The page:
It's very interesting again that Larry Richards in his commentary makes the observation that Isaac and Jacob were lesser men than Abraham. Now we could have an interesting discussion about that. But let's assume that to be true. Let's suppose that Isaac and Jacob were lesser men than Abraham. Whatever the case, even if they are lesser men, they stand all the more as trophies of God's unconditional election and free grace. God chooses Jacob, not because he's a better man that Esau, but he chooses him because he loves him. God chooses Isaac, not because he's a better man than Ishmael; we don't know, but because he loves them. God does not choose them because of something in them, but because of His love and His goodness and His mercy. This reminds us that God's election is based on not our merit, but on the love of God which in Christ. So even in this passage we're reminded again that the covenant of grace whereby God bestows his blessings is something that is based on the unearned favor of God. Nobody earns that. No one merits that. It is given to us by the free favor of God.

III. The death and burial of Abraham.

And then in verses 7 through 11, we see the account of the death and the burial of Abraham. And we also see at the very end of the passage the indication of God's hand of favor upon Isaac. And perhaps we learn the most important lesson of the passage here. We learn in these verses that friendship with God makes for fullness of life. It is friendship with God that allows a man to die full of years and content, satisfied. God had given Abraham the mercy of seeing Isaac's household established, and so now Abraham could die. His life, in a sense, is complete. And Moses goes out of his way to tell us in verse 8 that Abraham was both aged and satisfied. Those are two things that are nice to see in combination, aren't they? Calvin goes on to say, “The chief part of a good old age consists in a good conscience and a serene and tranquil mind.” And Moses is telling us here, when he tells us that Abraham was old and satisfied, he's telling us that that was the mind that Abraham had upon the occasion of his death. Calvin goes on to say, “We see how many in our own day are in bondage to the desire of life; yet nearly the whole world languishes between on the one hand, a weariness of the present life, and, on the other hand, an inexplicable desire for it to continuance. The contentment with life, therefore, which will cause us to be ready to leave live, is a favor from God.” In other words, it's God who gives you that contentment that enables you simultaneously to enjoy life, but also to be ready to leave it when God calls. And God had given that blessing to Abraham.

We are struck by this so often because people of various ages, whatever their temporal blessings, show such an ingratitude for their lot in life. They show bitterness because of the hard things that have occurred in their experience. The point of this passage isn't, by the way, that Abraham was blessed because he had lived a lot of years. There are many people in the Scriptures who didn't live these many years, who at the same time experienced the same kind of fullness of life as Abraham. The point is that Abraham's love for God and his fellowship with him, had made his life singularly full.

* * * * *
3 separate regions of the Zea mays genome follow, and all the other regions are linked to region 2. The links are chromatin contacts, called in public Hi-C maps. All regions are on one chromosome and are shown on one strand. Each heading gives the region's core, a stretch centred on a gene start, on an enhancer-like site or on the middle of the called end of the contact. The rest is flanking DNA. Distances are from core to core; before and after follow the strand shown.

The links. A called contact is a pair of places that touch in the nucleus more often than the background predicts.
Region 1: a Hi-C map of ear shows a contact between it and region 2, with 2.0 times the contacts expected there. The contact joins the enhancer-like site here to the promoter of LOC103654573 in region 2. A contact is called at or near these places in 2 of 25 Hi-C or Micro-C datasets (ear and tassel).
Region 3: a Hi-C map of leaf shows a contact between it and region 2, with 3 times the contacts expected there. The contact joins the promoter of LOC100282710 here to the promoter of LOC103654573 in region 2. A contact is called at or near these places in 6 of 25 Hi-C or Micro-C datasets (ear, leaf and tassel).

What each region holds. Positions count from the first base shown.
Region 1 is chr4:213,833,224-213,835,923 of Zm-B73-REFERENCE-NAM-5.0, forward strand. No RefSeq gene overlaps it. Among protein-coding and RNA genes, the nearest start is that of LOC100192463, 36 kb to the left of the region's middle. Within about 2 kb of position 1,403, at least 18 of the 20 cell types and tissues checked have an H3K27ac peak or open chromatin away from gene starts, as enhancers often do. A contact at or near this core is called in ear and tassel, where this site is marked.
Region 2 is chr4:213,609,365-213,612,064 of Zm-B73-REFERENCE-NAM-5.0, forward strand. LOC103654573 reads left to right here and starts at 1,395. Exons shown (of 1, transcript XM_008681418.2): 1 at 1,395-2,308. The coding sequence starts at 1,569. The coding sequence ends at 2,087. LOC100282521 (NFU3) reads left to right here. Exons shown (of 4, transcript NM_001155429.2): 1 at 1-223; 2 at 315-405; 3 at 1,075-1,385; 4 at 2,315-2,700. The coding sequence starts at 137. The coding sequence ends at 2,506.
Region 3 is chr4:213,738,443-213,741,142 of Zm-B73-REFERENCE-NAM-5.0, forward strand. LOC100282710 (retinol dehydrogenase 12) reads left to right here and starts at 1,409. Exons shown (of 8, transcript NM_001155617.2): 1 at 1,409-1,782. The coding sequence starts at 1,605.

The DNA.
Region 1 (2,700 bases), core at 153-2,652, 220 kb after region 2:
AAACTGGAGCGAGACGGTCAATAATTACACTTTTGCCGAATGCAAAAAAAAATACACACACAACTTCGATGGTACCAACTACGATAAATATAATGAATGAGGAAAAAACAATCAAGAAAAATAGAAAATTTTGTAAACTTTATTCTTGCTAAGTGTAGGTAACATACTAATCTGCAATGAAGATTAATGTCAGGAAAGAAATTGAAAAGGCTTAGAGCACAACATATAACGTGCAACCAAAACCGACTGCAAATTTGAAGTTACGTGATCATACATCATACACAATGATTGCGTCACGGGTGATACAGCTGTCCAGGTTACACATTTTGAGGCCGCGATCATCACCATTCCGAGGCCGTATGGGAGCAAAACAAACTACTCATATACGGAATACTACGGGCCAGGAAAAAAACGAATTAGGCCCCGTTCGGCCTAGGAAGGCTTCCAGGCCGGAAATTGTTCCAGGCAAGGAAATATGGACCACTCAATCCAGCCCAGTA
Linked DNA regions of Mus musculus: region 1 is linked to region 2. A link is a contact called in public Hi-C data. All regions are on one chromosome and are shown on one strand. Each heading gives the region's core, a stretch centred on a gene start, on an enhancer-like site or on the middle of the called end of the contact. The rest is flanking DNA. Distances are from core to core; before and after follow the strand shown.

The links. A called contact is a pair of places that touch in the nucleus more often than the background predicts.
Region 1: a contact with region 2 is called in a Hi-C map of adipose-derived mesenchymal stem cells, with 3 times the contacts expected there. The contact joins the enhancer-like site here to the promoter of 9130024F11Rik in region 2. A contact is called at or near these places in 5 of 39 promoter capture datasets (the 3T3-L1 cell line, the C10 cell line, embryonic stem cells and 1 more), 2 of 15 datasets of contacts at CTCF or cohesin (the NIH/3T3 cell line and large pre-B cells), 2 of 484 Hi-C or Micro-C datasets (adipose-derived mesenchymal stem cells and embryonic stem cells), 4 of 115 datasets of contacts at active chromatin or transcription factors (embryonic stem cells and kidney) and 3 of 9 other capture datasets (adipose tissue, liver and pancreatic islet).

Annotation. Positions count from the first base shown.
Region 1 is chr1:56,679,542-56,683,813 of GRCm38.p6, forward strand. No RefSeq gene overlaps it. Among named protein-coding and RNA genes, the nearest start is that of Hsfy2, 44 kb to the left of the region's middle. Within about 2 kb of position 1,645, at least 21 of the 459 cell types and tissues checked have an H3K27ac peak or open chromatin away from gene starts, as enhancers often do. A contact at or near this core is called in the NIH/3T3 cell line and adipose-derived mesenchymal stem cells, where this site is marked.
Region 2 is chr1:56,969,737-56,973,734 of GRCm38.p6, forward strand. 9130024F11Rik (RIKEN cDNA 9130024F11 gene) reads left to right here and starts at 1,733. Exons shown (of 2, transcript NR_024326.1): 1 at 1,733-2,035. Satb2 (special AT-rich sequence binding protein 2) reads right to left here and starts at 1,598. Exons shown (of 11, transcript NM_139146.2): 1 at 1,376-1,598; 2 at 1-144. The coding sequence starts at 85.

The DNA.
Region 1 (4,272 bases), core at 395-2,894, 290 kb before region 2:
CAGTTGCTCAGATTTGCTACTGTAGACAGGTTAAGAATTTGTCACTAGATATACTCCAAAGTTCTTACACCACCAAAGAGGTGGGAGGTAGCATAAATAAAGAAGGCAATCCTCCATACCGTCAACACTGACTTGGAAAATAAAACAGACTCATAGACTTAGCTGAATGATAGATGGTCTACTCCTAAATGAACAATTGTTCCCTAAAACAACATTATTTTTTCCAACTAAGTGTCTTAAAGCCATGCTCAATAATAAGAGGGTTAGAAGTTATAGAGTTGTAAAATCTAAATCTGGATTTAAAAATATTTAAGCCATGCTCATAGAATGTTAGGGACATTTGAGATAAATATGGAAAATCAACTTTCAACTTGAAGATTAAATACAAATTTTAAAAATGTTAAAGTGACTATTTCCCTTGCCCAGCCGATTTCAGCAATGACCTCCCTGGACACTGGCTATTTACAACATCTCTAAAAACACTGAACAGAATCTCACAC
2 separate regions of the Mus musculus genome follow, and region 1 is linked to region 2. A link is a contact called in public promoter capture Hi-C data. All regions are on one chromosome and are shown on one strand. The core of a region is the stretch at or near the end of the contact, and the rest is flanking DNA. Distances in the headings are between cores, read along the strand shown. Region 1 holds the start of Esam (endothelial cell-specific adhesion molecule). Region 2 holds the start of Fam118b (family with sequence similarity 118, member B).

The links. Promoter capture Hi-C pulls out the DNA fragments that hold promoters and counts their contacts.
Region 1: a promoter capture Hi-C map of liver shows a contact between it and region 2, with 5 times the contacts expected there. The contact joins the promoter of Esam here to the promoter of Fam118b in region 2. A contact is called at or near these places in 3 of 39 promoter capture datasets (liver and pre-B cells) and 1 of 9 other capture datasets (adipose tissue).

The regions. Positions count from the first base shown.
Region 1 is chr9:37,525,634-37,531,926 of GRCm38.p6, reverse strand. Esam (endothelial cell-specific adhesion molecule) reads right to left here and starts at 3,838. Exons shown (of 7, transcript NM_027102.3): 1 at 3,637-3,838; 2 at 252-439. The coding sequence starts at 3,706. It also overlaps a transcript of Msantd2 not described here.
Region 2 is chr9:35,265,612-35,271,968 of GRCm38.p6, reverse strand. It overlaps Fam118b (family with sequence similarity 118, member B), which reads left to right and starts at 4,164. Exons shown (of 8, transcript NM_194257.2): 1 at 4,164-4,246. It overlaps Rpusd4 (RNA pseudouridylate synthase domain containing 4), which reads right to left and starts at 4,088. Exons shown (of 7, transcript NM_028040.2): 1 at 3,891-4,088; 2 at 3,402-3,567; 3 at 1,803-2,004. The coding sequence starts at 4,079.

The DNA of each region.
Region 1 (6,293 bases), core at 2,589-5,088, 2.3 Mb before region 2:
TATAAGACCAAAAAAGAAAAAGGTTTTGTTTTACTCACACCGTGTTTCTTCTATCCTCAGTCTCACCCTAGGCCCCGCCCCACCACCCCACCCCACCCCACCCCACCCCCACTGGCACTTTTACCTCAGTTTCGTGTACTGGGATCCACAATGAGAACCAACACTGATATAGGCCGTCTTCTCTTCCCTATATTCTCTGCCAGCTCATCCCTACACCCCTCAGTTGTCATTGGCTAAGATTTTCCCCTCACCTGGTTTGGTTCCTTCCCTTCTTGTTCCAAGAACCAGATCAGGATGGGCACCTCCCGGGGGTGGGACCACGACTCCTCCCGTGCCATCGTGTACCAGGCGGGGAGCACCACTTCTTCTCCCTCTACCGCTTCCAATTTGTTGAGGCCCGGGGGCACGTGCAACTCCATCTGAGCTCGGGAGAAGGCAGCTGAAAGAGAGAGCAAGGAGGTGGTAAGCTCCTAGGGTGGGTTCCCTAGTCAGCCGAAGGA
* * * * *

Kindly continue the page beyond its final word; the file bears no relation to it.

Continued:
I was talking with David Elkin this last week and my wife is fascinated by tornadoes. And since David and Allie have been living in Oklahoma City, I was getting all the scoop on the tornado stories from Oklahoma City. And really as we begin to talk, he shared some very poignant stories about the tornado that came through Oklahoma City in May. Many of you perhaps tracked that on the weather channel. There are many, many stories of people heroically giving their lives. And David commented that the culture there is a Bible Belt culture. So very often in the interviews that were taken in the immediate aftermath of tragic death, people gave very strong testimonies to their faith in Christ. One he shared with me was the story of a man and a woman who had just lost their three-week old son who had been snatched from their arms and carried a mile away and killed. And reporters shoved a microphone in their face and asked them how they felt. And the man's response was, “I just want to thank God that He allowed me to be a father for three weeks.” Now that attitude is the difference between a man with fullness of life and a man who doesn't have it. That incident could have been looked upon as something to create great bitterness in the life of a person, but that man was a believer. And he so testified in light of that belief.

We’re told in verse 8 that Abraham not only was aged and full of life and satisfied, he was gathered to his people. This is a testimony isn't it, to the continued existence of those who believe in the Lord after death, even as Job speaks, in Job chapter 3, verses 13 and 14. As Matthew Henry says, “Death gathers us to our people. Those that are our people while we live, whether they are the people of God or the children of this world, are the people to whom death will gather us.” Will we be gathered to the children of promise, or will be gathered to the children of this world? It depends upon with whom we find our ultimate fellowship in this life doesn't it? Whether we find our fellowship with God and thus with His people, or whether we find our fellowship with the one who is the God of this age and the one who is the father of those who are the children of this world. So Abraham is gathered to his people.